This slide really stuck with me because it made me see the immediate impact of graph theory in computer science. We recently learned about chromatic numbers in graph theory. It makes sense that in a dependency graph, all nodes with the same color form an independent set because they cannot have any edges between them. In this way, we can run an independent set of nodes in our CUDA launch independently as there are no dependencies.

aeu

Is there a limit on the number of colors that we can use, or a number that we aim for (the color being an analogy to the number of independent sets)? 3-coloring is NP-complete, so I would assume we don't have that strict of a limit but what if there are, for example, 100 nodes and happens to have 80 colors?

hofstee

@aeu you would need to have as many colors as necessary to guarantee independence. The Liszt paper says they use this algorithm for their graph coloring. They (Liszt) mention that on the meshes they had tested there were no more than 6 colors required, and I believe that most typical meshes for this domain would fall around that range as well.

patrickbot

Their mesh elements are at most 3 dimensional objects (cells), and so there is probably some fairly low bound on the chromatic number of these meshes, and the approximation probably won't do too badly either.

Liszt meshes (at least the ones in the paper) contained millions of elements. Even if we need a hundred colors, each color might still have thousands of elements, so we can still exploit the independence of these elements by running them in parallel and it should make up for the overhead of approximating a coloring for the graph.

hofstee

@patrickbot the Liszt paper was actually the one where I got the 6 color statement. My original post was worded a bit ambiguously.

patrickbot

@hofstee I think your original post was clear -- I just wanted to provide some mathematical intuition for why it might be as low as 6 and to emphasize that the meshes have millions of nodes.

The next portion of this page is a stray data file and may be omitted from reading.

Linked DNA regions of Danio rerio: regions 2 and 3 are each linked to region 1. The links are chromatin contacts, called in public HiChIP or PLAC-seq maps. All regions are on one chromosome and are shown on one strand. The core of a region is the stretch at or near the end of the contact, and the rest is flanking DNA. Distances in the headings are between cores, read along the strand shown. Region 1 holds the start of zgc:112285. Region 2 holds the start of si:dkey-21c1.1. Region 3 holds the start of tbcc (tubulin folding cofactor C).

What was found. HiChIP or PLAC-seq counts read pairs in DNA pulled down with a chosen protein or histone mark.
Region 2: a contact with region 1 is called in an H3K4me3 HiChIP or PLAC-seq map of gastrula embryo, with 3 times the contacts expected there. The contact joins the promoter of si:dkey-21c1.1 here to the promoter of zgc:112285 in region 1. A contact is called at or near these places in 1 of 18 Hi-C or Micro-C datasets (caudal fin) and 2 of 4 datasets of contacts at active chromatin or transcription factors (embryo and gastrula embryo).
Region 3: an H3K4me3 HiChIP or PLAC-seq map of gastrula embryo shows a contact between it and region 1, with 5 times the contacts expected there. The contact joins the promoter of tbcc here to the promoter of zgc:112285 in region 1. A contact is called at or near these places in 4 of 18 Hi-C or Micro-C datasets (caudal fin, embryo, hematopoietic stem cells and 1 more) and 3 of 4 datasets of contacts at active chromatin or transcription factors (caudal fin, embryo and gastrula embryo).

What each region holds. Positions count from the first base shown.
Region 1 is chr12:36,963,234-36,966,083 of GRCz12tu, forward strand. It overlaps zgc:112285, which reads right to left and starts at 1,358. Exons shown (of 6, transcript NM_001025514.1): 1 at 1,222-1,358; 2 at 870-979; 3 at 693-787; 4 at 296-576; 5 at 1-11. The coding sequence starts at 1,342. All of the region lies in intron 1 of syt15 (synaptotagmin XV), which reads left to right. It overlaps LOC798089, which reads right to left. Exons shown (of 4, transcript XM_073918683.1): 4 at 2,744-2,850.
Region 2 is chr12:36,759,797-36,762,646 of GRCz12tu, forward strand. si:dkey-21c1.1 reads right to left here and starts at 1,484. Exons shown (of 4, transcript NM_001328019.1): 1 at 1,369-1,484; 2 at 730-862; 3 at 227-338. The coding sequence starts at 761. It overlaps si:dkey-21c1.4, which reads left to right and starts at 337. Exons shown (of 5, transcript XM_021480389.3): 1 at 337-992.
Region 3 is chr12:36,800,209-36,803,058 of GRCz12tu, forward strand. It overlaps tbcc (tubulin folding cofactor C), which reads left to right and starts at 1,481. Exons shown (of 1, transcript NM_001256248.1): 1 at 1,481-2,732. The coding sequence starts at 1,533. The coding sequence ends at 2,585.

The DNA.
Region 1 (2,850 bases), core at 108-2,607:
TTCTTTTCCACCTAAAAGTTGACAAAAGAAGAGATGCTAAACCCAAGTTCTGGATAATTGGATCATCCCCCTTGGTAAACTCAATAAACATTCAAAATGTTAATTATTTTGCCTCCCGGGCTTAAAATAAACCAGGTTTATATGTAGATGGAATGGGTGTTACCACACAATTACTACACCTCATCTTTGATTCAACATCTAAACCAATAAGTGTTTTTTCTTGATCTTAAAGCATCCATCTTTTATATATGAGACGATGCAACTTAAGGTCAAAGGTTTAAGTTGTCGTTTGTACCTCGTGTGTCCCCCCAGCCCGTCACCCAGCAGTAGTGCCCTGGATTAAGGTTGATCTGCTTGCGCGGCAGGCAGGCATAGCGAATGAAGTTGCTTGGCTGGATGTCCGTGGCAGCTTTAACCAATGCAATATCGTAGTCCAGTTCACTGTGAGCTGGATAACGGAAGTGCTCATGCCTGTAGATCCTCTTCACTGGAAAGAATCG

1pct

So can we think of the the algorithm as having a barrier between processing two different colors?

Josephus

I'd tried using something like graph coloring for Assignment 2 to parallelize the shading across circles, but I wasn't able to get performance within bounds in time. Would some sort of graph coloring algorithm have worked for Assignment 2? Is the efficiency of graph coloring bounded by number of nodes or amount of computation per node?

This slide really stuck with me because it made me see the immediate impact of graph theory in computer science. We recently learned about chromatic numbers in graph theory. It makes sense that in a dependency graph, all nodes with the same color form an independent set because they cannot have any edges between them. In this way, we can run an independent set of nodes in our CUDA launch independently as there are no dependencies.

Is there a limit on the number of colors that we can use, or a number that we aim for (the color being an analogy to the number of independent sets)? 3-coloring is NP-complete, so I would assume we don't have that strict of a limit but what if there are, for example, 100 nodes and happens to have 80 colors?

@aeu you would need to have as many colors as necessary to guarantee independence. The Liszt paper says they use this algorithm for their graph coloring. They (Liszt) mention that on the meshes they had tested there were no more than 6 colors required, and I believe that most typical meshes for this domain would fall around that range as well.

Their mesh elements are at most 3 dimensional objects (cells), and so there is probably some fairly low bound on the chromatic number of these meshes, and the approximation probably won't do too badly either.

Liszt meshes (at least the ones in the paper) contained millions of elements. Even if we need a hundred colors, each color might still have thousands of elements, so we can still exploit the independence of these elements by running them in parallel and it should make up for the overhead of approximating a coloring for the graph.

@patrickbot the Liszt paper was actually the one where I got the 6 color statement. My original post was worded a bit ambiguously.

@hofstee I think your original post was clear -- I just wanted to provide some mathematical intuition for why it might be as low as 6 and to emphasize that the meshes have millions of nodes.

So can we think of the the algorithm as having a barrier between processing two different colors?

I'd tried using something like graph coloring for Assignment 2 to parallelize the shading across circles, but I wasn't able to get performance within bounds in time. Would some sort of graph coloring algorithm have worked for Assignment 2? Is the efficiency of graph coloring bounded by number of nodes or amount of computation per node?